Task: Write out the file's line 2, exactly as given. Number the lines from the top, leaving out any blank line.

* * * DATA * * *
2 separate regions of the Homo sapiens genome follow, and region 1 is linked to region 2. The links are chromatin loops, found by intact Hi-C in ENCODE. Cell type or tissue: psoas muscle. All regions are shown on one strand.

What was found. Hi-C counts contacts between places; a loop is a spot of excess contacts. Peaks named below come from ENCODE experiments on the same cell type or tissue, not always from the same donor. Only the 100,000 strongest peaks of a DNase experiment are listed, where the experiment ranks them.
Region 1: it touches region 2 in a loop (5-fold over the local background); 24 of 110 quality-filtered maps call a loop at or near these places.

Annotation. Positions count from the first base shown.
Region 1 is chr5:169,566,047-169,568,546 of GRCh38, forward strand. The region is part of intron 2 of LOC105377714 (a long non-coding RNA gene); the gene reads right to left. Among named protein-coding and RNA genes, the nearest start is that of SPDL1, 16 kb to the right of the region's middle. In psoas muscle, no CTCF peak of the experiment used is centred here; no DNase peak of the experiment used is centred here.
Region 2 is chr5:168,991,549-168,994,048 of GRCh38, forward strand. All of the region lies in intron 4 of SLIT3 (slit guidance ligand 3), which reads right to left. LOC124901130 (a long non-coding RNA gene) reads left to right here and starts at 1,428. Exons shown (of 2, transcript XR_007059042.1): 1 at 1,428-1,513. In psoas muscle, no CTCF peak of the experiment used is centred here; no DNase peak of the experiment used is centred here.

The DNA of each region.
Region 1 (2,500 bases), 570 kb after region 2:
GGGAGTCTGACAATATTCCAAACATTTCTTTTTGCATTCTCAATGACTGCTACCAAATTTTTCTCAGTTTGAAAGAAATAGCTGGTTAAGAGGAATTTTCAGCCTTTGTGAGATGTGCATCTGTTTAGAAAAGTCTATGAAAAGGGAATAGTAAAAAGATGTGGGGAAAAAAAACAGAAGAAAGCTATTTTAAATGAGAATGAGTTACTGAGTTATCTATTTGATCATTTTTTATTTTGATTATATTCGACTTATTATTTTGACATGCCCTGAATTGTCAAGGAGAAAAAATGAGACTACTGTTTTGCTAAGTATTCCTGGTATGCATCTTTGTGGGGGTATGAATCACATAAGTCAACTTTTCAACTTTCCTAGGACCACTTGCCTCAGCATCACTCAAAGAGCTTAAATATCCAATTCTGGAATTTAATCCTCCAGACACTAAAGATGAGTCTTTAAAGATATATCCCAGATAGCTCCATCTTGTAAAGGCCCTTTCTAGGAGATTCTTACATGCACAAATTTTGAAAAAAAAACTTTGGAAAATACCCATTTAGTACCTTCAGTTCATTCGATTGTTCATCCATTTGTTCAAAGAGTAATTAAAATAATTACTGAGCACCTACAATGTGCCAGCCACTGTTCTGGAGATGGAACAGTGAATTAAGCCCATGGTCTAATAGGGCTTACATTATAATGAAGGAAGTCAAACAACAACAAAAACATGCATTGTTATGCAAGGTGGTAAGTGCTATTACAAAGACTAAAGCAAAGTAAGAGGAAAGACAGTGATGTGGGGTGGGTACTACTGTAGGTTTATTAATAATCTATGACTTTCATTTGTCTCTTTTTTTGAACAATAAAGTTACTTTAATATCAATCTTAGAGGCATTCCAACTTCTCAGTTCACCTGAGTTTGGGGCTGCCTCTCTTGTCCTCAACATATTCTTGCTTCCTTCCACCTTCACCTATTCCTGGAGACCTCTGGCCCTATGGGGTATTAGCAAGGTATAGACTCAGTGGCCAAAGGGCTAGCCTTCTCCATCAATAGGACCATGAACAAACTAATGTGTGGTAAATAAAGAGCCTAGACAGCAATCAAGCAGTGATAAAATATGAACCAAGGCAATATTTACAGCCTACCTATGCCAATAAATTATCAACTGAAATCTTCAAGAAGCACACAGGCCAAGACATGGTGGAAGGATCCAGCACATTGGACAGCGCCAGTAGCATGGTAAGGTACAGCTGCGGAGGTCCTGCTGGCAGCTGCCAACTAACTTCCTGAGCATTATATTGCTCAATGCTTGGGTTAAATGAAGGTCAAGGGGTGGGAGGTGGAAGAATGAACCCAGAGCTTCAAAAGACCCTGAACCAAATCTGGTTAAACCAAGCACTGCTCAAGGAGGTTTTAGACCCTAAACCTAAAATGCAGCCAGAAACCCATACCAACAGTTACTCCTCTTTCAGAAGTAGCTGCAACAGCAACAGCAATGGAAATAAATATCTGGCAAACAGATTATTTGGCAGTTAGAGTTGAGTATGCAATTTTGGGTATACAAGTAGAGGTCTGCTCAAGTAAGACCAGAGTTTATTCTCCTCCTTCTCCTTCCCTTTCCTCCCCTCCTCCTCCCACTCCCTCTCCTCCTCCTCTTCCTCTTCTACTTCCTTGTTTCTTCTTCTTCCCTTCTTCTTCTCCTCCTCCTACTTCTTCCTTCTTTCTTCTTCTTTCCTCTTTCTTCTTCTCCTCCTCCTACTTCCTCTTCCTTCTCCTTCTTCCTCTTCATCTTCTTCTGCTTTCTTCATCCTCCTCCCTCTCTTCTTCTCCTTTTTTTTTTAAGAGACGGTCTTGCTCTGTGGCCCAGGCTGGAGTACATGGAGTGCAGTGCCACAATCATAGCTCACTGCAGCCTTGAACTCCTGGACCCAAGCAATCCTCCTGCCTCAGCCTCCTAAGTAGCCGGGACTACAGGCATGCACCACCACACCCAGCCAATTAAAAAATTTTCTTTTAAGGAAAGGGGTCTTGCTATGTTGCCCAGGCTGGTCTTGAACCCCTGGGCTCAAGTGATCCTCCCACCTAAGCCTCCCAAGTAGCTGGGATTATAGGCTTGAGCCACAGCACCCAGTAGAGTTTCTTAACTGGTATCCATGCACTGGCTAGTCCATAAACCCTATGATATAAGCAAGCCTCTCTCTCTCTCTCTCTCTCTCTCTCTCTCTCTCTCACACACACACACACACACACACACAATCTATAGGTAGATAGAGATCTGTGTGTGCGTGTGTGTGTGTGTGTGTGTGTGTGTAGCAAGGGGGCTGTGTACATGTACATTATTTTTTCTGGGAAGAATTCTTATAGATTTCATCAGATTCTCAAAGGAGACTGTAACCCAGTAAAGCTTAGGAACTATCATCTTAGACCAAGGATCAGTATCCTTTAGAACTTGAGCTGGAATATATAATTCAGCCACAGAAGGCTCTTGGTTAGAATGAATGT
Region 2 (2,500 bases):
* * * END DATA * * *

What was found. Hi-C counts contacts between places; a loop is a spot of excess contacts. Peaks named below come from ENCODE experiments on the same cell type or tissue, not always from the same donor. Only the 100,000 strongest peaks of a DNase experiment are listed, where the experiment ranks them.